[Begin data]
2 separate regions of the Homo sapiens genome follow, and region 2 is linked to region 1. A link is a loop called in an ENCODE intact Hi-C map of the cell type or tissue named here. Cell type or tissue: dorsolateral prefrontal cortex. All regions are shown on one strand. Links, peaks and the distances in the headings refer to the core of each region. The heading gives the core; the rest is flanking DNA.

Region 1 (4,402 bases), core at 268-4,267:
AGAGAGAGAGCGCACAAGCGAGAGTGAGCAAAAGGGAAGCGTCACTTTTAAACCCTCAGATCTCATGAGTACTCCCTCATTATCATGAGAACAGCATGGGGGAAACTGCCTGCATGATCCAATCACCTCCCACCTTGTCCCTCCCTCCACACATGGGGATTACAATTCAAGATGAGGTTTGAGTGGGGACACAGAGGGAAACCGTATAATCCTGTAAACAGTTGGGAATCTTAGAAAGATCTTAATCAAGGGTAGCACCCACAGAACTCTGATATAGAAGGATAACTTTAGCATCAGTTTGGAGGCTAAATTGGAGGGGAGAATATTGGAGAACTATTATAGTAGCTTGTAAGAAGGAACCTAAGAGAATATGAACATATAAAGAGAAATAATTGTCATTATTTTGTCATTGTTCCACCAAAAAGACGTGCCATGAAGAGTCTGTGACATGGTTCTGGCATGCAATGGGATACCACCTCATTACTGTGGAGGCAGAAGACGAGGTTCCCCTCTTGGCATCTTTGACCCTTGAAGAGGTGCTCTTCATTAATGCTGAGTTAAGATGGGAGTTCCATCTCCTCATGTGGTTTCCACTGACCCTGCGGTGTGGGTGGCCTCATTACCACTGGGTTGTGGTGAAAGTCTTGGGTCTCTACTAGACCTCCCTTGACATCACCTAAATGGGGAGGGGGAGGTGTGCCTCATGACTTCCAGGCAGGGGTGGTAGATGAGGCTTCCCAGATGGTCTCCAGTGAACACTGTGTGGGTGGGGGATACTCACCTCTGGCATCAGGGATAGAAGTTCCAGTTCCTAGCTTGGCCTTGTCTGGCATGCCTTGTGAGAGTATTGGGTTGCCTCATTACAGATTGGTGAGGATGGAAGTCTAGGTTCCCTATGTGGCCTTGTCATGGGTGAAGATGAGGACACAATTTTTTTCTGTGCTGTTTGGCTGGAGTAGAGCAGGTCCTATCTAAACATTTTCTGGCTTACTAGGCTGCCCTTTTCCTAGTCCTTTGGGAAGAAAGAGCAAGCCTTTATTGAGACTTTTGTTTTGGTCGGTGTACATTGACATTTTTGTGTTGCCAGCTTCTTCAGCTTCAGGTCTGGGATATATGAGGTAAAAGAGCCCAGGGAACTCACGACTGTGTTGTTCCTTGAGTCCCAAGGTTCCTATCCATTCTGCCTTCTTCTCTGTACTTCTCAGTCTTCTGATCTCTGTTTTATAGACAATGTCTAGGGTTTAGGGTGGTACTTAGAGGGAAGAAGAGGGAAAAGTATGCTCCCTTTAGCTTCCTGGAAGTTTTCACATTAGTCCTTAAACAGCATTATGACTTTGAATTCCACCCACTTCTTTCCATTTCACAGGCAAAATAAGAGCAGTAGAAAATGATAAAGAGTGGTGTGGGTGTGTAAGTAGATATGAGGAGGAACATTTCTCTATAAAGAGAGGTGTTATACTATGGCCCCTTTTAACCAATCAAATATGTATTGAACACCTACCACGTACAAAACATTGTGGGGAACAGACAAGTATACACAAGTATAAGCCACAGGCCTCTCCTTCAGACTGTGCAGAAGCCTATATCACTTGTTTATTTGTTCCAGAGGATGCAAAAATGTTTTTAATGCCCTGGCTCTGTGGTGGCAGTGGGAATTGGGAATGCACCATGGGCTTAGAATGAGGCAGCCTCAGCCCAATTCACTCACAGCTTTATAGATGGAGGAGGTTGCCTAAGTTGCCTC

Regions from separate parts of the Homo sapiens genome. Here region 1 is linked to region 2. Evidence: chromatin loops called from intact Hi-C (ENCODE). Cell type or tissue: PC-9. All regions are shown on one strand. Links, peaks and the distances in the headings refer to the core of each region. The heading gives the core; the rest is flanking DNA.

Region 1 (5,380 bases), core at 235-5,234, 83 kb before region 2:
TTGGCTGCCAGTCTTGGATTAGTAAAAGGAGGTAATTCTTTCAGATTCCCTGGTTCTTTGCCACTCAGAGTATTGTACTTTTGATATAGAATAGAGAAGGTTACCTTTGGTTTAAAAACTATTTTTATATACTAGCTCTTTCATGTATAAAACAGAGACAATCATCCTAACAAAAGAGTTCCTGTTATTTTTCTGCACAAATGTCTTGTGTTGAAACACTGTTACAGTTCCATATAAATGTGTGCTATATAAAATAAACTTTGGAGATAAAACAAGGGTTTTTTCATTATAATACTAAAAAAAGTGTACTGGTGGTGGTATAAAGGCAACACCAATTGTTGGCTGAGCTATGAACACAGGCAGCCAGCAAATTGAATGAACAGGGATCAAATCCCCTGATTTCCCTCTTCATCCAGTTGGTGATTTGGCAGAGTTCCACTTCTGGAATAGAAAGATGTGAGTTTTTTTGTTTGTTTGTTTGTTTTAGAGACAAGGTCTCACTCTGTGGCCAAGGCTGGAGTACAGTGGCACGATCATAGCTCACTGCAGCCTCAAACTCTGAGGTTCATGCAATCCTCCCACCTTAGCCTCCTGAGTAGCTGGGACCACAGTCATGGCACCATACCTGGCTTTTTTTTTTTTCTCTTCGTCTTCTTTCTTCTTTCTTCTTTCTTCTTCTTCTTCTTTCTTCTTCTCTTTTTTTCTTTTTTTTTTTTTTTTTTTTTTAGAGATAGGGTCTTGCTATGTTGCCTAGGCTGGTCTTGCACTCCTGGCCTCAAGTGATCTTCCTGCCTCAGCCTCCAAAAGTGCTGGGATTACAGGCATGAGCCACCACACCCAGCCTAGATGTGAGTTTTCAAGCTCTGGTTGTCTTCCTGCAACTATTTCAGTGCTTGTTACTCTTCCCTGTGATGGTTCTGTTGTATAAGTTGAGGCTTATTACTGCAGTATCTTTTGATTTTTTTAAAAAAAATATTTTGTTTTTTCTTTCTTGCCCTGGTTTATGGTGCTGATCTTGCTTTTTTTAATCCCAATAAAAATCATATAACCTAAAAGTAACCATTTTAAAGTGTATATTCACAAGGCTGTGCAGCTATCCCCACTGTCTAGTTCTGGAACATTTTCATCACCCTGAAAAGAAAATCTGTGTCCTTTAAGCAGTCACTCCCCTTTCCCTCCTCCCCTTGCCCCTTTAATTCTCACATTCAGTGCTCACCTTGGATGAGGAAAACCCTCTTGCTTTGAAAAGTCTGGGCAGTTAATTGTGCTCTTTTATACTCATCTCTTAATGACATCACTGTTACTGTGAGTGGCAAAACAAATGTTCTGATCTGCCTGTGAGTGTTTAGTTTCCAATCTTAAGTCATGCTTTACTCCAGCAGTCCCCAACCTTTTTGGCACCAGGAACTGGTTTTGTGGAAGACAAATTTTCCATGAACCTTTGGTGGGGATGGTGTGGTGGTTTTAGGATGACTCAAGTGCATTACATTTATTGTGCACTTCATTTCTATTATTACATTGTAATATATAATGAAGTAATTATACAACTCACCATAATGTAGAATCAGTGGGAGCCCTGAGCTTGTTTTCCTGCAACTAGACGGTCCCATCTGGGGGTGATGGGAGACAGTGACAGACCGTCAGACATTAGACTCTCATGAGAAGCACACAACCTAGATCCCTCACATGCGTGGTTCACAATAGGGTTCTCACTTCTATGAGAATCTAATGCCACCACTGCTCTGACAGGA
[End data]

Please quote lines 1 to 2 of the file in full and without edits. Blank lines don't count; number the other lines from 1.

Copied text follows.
2 separate regions of the Homo sapiens genome follow, and region 2 is linked to region 1. A link is a loop called in an ENCODE intact Hi-C map of the cell type or tissue named here. Cell type or tissue: dorsolateral prefrontal cortex. All regions are shown on one strand. Links, peaks and the distances in the headings refer to the core of each region. The heading gives the core; the rest is flanking DNA.

Region 1 (4,402 bases), core at 268-4,267: